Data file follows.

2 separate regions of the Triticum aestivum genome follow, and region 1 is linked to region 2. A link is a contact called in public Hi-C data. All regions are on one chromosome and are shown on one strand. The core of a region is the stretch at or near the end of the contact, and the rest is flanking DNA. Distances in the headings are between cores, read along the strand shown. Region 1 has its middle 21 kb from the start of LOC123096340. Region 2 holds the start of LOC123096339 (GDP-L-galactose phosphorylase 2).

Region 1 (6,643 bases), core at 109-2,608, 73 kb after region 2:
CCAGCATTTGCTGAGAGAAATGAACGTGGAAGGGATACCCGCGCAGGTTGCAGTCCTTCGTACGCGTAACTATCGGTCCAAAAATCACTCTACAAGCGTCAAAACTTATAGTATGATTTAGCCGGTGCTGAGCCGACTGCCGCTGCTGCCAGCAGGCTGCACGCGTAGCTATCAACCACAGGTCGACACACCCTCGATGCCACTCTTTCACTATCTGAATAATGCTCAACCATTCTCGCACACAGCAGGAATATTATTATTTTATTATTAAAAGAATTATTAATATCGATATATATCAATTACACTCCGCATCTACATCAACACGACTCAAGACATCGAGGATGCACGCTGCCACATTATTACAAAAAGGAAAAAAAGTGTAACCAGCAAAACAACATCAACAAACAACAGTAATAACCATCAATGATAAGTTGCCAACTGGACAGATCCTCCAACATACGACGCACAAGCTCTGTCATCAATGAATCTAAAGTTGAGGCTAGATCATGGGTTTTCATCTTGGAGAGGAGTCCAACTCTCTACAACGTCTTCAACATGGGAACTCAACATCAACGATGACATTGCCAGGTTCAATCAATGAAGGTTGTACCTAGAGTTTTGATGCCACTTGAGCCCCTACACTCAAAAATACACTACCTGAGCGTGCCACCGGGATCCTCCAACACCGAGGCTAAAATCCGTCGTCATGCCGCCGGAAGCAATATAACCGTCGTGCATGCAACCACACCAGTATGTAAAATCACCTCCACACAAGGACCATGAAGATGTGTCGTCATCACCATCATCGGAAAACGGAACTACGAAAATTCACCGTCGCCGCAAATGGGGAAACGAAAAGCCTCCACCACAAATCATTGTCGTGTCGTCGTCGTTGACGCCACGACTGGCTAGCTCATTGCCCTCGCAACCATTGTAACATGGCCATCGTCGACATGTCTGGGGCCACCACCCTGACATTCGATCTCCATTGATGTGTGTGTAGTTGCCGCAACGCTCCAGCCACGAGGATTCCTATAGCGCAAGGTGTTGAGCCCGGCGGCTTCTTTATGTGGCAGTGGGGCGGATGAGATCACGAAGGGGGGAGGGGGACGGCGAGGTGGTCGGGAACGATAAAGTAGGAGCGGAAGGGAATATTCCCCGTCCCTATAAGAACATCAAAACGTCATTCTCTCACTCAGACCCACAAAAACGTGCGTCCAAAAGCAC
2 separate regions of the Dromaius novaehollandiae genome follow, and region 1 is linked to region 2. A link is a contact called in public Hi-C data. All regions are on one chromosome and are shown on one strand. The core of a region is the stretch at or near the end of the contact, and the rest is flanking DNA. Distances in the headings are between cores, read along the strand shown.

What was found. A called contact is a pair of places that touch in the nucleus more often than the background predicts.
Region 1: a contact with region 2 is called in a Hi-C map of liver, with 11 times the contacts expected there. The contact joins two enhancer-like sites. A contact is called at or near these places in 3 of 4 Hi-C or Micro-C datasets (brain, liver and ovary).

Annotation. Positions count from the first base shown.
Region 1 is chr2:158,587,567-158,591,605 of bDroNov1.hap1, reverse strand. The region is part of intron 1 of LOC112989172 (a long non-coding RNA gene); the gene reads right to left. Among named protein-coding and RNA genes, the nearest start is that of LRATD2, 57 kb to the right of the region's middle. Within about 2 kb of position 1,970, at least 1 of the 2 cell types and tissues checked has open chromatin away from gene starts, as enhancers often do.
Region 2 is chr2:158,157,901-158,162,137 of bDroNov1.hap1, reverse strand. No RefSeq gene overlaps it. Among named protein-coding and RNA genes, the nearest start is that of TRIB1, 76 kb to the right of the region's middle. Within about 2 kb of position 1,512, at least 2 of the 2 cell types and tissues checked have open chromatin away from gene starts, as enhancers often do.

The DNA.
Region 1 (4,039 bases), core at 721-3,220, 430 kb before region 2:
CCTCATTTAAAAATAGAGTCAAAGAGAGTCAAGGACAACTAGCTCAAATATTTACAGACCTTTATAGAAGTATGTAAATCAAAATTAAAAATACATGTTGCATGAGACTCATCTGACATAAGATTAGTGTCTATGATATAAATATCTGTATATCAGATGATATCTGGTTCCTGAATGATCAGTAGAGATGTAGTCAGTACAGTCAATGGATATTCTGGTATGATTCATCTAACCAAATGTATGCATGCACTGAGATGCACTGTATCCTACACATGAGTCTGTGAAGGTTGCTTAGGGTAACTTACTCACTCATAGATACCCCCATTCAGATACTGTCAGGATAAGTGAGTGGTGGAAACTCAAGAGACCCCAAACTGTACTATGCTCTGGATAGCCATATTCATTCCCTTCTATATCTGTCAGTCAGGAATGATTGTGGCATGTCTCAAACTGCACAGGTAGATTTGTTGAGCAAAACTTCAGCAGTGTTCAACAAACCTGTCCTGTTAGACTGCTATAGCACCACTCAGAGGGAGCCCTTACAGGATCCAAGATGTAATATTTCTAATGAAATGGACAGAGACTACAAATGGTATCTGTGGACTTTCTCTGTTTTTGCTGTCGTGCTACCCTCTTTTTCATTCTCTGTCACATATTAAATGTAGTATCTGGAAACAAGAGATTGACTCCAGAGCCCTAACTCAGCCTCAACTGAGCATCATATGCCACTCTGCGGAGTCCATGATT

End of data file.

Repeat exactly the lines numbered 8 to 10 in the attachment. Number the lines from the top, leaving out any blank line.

Region 1 is chr2:158,587,567-158,591,605 of bDroNov1.hap1, reverse strand. The region is part of intron 1 of LOC112989172 (a long non-coding RNA gene); the gene reads right to left. Among named protein-coding and RNA genes, the nearest start is that of LRATD2, 57 kb to the right of the region's middle. Within about 2 kb of position 1,970, at least 1 of the 2 cell types and tissues checked has open chromatin away from gene starts, as enhancers often do.
Region 2 is chr2:158,157,901-158,162,137 of bDroNov1.hap1, reverse strand. No RefSeq gene overlaps it. Among named protein-coding and RNA genes, the nearest start is that of TRIB1, 76 kb to the right of the region's middle. Within about 2 kb of position 1,512, at least 2 of the 2 cell types and tissues checked have open chromatin away from gene starts, as enhancers often do.

The DNA.